Duncan Bowie bemoans another wasted opportunity from Labour’s leadership to promote new ideas in the face of Tory divisions
Ann Black, writing in the last issue of Chartist, was right to complain about the lack of vision and policy development in the Labour Party. Ann – a member of the NEC for 20 years and currently chair of the National Policy Forum – should know. The Labour leadership appears to have been asleep over the summer, letting the Tory leadership candidates come up with new policy ideas and leaving the candidates to attack each other.
Starmer has said little on economic policy, taxation or the cost-of-living crisis. We now know that Brexit is for good, yet we do not have any policy on future relationships with Europe or on trade. Labour seems to have accepted that the UK is now marginalised in terms of international policy, other than being supportive of Boris Johnson and Liz Truss’s gung-ho position on the war in Ukraine and the expansion of NATO. Labour Party members not only cannot discuss Palestine but cannot discuss the negative consequences of NATO expansion. I do remember a certain Robin Cook suggesting that NATO as an anti-Soviet military alliance (as it then was) was, perhaps, not a good idea. Now, NATO seems not just to be anti-Russian but anti-China as well.
We need to ask where these positions are coming from. They are not from Labour Party members. Nor does the party seem to have a network of progressive experts to brief them on key policy areas. It certainly has no policy staff on the party payroll in the way that was the case 30 and 40 years ago, when I remember working with a series of full-time party housing policy officers. Now, when a shadow minister wants to develop policy ideas, they don’t know where to go. Most shadow ministers are given jobs based on their loyalty to the leadership, not on their expertise or interests. MPs speaking in the Commons or on Commons committees are often making it up as they go along. Some colleagues of mine were given 24 hours to draft amendments to the Levelling Up and Regeneration Bill, without any agreed policy basis for determining which clauses Labour supported and which we opposed, never mind what Labour would do instead – a question Government ministers and other Tory MPs understandably ask every time we criticise them. It is no good saying that we will have our policies ready for the next general election, assuming it is two years away. When Johnson was forced out, Starmer said Labour was ready for a general election. We were not then, and we are not now. Our response to the cost-of-living crisis, the hike in energy costs and the financial collapse of the public transport system has been to talk about a higher windfall tax than the Tories are going for (no specifics mentioned) and increased assistance to lower income households (again no specifics), although the crisis is not waiting for the next general election – it is with us now.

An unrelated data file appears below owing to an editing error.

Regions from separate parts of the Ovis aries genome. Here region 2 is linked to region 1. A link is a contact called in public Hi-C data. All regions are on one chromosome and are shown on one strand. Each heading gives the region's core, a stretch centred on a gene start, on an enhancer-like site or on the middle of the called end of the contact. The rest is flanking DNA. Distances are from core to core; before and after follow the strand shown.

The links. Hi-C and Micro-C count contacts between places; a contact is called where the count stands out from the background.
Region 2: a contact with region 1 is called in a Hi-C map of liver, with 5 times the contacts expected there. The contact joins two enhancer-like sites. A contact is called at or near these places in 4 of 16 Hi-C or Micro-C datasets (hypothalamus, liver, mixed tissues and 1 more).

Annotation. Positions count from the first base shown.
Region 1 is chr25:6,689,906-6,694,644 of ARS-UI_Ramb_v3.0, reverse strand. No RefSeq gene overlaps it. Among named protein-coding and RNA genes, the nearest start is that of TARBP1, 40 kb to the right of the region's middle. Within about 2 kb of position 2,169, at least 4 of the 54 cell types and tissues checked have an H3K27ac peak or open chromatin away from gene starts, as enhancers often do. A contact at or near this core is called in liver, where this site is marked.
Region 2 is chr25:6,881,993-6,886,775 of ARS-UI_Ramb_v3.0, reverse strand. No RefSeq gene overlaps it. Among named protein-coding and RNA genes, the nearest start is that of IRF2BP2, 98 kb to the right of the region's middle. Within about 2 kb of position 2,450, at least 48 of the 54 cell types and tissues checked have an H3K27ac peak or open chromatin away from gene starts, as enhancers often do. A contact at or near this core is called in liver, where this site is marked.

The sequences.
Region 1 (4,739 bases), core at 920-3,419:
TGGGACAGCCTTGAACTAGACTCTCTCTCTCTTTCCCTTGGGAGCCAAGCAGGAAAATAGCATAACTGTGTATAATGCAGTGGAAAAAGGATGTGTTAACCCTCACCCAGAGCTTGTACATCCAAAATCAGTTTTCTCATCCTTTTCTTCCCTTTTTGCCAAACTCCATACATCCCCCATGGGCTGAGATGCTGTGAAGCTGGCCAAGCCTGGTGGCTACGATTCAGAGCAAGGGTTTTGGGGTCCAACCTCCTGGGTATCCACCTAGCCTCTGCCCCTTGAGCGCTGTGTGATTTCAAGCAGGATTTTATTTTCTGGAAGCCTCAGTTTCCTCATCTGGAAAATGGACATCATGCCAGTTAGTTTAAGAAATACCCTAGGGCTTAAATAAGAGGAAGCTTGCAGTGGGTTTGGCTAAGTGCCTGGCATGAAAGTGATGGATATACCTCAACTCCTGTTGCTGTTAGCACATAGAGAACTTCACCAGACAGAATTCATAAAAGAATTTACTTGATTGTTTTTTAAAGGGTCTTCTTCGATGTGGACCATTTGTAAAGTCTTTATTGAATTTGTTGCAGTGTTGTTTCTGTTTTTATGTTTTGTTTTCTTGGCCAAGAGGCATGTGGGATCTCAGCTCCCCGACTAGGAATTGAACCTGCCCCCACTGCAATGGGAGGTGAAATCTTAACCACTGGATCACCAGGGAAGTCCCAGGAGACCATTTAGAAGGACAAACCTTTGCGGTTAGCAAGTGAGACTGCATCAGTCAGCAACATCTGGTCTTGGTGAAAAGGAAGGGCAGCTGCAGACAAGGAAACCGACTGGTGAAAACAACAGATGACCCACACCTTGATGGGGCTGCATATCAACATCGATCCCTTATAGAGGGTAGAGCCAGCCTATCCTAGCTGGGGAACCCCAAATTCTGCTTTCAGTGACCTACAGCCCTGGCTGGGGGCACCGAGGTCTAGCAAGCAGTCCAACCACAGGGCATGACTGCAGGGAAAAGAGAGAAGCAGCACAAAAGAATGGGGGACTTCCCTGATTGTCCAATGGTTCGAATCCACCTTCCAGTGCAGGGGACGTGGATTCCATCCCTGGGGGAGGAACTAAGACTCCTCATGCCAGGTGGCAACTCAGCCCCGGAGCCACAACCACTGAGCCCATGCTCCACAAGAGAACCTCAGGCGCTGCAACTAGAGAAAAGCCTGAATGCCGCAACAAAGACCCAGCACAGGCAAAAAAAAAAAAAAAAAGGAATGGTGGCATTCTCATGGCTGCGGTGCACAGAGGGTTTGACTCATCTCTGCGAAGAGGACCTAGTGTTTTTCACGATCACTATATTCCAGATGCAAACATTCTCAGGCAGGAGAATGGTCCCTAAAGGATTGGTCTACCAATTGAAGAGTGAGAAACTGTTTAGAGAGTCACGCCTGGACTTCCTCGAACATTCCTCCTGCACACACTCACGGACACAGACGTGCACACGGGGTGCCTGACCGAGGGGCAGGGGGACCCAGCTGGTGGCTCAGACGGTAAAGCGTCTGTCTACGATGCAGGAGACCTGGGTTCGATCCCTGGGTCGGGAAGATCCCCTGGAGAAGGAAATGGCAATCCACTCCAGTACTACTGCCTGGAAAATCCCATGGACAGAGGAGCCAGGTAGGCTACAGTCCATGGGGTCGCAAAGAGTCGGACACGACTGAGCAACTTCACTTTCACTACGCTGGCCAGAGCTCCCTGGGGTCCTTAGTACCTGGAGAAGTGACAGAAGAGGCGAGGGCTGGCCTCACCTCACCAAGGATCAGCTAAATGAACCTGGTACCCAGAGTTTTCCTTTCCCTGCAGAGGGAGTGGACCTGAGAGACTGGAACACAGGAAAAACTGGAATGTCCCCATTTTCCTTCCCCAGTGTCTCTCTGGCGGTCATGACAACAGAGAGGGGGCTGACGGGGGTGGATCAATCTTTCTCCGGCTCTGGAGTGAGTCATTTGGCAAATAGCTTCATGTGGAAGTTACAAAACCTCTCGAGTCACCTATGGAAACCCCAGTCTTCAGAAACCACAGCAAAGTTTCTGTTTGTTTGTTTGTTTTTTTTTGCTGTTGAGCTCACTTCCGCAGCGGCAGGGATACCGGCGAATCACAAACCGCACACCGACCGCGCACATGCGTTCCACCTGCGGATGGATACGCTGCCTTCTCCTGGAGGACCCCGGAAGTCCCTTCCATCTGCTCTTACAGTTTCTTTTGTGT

Starmer’s energy policy announcement was another example of a stopgap response – a very expensive but temporary fix which bails out the energy providers without targeting assistance to lower income households and small businesses. Like Government initiatives, it raises the obvious question as to what happens after six months – is the cap frozen again? There is now popular support for bringing the energy providers, the water companies and the rail companies back into some form of public ownership in the current crisis. What are we waiting for?
Starmer says that the Government could not afford to nationalise the energy sector as they would have to compensate shareholders, but this ignores the whole question as to what would be the basis of any buy-back. Shareholders should not be compensated at current share value – what about fixing compensation at the original purchase price, then netting off dividends received by shareholders, and then upping the net figure by RPI? This would be a fair approach: no shareholder would lose out on the money they had paid originally; they just would not have profited from the increased charges to consumers over the years. Clearly, under a nationalised system, this problem does not occur – Government bears the costs of investment, and the benefits of investment are shared by the public and the public purse. Isn’t that what socialism is about?
Why are we not arguing for public ownership of utilities, a more progressive tax system and refunding the welfare state, including local government? Starmer should not be sacking members of his shadow team for floating progressive ideas – that is what they should be doing. Each shadow minister should be building up their own networks of advisors, and there needs to be a systematic process for assessing new (and old) ideas – whether they would achieve specific objectives, how they relate to Labour values, how they would be paid for, and, most importantly, who would benefit. This is the time to be brave, but also to be more thoughtful, better informed and better prepared.